November 5, 2009 at 8:55 a.m.

Giving thanks for straightway grouse

Giving thanks for straightway grouse
Giving thanks for straightway grouse

They do their best to make us look downright foolish at times, unnerving us as they explode from the ground or a perch overhead, their startling "whirr" of wings designed to disorient would-be predators.

What is more, they have an uncanny ability to fly where we least expect them to fly, and too often seem to anticipate a particular flight path that will almost always guarantee their safe escape. Of course, I'm describing the ruffed grouse, a bird that very rarely loses "situational awareness" while airborne.

If you do decide to walk the woods for grouse, keep in mind that these birds can quickly achieve speeds nearing 30 miles per hour, all the while artfully dodging tree trunks and branches. Anybody that hunts this bird can attempt to explain how tough they are to hit with a shotgun, but you really need to experience the moment firsthand, when bird and hunter converge at that critical moment when skill, luck and fate intersect for a brief second or two. If the hunter can somehow mentally slow that moment and swing the gun true, it is then that the scale begins to tip in the hunter's favor.

My family and I spent a long MEA weekend up at our cottage, located just south of Manitowish Waters in north-central Wisconsin. During the month of October and early November, the grouse is the undisputed king of the forest, drawing hunters to the north woods in search of this highly prized and respected game bird.

Personally, I enjoy the process of studying plat maps and other resources that delineate public and private lands. From there, it's a matter of driving along county and somewhat obscure back roads, in search of walking trails that might put me near preferred grouse habitat. After a few years, I've come to rely on some pretty dependable coverts that hold feeding birds season after season - places that always keep me on high alert when walking them during the early evening hours.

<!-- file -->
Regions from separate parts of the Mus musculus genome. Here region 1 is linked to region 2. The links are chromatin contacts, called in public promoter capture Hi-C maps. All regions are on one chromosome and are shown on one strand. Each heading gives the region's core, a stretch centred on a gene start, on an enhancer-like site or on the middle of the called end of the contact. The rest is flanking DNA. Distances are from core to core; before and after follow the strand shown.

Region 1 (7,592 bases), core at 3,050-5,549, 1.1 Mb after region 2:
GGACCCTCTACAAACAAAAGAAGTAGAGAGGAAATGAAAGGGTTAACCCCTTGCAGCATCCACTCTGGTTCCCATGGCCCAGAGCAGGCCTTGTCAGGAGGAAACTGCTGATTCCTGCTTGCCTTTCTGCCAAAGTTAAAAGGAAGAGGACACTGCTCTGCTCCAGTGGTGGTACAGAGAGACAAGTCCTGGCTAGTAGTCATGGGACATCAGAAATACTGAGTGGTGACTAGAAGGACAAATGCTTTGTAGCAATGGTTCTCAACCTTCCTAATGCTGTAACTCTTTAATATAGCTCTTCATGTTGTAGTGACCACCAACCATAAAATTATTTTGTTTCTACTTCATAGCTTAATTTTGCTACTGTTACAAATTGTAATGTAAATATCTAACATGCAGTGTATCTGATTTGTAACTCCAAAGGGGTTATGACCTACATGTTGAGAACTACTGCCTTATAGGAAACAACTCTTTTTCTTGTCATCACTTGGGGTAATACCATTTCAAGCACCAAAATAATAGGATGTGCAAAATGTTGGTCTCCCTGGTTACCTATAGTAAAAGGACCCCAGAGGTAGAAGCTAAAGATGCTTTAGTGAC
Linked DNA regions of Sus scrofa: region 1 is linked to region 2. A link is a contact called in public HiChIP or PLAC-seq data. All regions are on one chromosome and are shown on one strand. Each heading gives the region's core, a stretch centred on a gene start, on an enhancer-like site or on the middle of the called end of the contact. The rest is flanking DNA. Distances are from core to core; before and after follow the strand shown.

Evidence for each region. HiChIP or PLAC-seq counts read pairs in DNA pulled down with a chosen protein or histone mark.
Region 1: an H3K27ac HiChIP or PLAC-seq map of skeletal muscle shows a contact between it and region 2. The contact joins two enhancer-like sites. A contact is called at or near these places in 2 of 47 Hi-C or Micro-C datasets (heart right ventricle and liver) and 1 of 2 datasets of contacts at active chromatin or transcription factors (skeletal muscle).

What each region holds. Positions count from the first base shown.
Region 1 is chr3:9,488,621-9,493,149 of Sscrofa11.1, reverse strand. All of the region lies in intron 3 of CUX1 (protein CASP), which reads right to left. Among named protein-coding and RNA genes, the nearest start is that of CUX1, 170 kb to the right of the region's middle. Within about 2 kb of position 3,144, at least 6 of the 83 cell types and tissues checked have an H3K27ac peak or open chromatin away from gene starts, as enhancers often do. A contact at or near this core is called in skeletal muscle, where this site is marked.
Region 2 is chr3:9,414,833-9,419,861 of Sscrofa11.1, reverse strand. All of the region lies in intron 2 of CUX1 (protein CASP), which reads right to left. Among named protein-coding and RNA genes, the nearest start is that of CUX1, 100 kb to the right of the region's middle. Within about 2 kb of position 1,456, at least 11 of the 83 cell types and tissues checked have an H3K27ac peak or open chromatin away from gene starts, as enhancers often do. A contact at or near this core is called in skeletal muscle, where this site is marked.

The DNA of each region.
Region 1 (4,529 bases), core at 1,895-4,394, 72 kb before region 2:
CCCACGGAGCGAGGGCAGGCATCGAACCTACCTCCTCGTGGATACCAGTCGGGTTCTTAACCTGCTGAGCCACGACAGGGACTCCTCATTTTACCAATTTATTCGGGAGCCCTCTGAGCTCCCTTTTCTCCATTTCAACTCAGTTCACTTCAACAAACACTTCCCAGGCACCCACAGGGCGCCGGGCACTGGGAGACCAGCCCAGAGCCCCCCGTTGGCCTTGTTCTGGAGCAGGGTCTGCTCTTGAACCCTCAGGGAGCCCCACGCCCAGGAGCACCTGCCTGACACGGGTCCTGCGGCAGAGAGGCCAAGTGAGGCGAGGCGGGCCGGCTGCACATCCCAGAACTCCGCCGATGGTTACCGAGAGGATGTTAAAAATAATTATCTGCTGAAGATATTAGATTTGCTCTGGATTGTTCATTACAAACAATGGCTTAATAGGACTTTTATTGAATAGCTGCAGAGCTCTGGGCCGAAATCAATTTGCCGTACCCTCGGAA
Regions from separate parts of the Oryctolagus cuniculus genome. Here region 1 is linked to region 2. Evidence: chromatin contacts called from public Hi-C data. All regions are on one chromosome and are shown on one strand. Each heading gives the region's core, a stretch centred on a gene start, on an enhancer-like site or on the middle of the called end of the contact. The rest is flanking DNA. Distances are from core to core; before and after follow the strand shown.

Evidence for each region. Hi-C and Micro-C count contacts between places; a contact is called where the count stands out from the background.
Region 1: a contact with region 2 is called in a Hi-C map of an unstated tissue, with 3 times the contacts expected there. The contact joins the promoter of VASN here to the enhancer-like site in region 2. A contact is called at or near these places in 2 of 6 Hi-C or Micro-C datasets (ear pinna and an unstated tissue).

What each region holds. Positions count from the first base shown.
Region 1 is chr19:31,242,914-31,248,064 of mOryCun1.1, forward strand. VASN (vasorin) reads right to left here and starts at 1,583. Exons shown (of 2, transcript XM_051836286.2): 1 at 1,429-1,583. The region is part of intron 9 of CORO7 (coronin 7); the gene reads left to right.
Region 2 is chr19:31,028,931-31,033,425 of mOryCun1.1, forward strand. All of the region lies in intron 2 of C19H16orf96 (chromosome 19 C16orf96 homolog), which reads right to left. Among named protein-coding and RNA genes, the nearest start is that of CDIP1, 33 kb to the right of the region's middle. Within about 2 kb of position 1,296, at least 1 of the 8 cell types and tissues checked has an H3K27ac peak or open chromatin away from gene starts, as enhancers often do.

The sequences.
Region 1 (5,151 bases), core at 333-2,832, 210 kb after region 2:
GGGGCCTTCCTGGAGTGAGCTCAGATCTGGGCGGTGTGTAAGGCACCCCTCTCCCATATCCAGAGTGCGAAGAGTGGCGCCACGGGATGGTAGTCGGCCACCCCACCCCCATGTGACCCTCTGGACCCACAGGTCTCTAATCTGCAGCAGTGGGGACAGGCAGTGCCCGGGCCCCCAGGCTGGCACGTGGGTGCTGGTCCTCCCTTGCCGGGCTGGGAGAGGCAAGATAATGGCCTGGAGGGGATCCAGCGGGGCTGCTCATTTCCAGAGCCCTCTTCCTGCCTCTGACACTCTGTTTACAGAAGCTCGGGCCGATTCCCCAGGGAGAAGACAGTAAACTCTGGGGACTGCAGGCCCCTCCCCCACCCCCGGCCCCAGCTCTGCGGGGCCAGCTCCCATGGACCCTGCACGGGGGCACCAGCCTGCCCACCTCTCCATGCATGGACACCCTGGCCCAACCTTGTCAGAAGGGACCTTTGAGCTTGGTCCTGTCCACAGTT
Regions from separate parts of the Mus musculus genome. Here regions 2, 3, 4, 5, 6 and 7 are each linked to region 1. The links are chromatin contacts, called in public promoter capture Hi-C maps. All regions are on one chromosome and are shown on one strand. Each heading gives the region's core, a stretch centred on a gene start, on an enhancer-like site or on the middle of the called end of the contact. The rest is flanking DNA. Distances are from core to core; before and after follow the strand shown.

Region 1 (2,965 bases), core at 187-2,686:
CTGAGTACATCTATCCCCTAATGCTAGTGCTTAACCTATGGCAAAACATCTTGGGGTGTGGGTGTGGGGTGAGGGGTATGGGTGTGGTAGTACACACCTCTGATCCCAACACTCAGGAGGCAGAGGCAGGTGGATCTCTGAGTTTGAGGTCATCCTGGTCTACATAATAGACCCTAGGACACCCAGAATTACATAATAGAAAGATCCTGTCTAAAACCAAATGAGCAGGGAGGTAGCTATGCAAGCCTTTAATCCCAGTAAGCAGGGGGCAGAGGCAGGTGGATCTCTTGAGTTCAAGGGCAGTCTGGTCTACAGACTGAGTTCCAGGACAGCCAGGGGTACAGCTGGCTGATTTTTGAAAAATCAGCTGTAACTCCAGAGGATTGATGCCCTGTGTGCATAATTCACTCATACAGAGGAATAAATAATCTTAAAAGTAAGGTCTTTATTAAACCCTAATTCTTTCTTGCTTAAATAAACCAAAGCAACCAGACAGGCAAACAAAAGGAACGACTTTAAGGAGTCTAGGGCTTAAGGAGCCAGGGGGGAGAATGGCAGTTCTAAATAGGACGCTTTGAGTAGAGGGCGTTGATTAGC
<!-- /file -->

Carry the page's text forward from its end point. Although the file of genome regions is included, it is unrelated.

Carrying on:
Finding a good grouse gun, using proper chokes and choosing (or hand loading) effective loads is only part of the recipe for success. The ability to almost instantaneously shoulder a gun and point and swing it properly - all within the tight confines of grouse cover - is where the rubber really meets the road.

They say that if you can hit one bird for every six you flush, you're shooting pretty well. I downed two birds that weekend, but I'm hesitant to tell you how many empty hulls I extracted from the breech of my side-by-side and placed in the front left pocket of my vest. Let's just say there were a few more than a dozen. I won't go so far as to define "a few."

One thing I was reminded of that weekend is that you simply cannot walk too slowly for grouse. The birds I shot flushed while I was standing motionless, anticipating their move. One of the most effective methods to flush birds is to walk for five to 10 seconds, then suddenly stop. Grouse, if they can't see you, get quite nervous when a possible predator or hunter stops making noise near their cover.

I've said it before and it is worth repeating; there is no such thing as a bad grouse hunt. If for no other reason, it's the perfect excuse to walk the woods and trails during the prettiest time of the year. And there is always the anticipation of a flushing grouse that, no matter how many years we've been hunting them, makes our heart skip a beat and our pulse race.

On Saturday evening of that weekend, before leaving for home the following day, we bowed our heads and gave thanks at the dinner table. On that day, I was particularly thankful for a pair of grouse that flew straight away.

If you have comments for Dan or story ideas contact him at e-mail [email protected].

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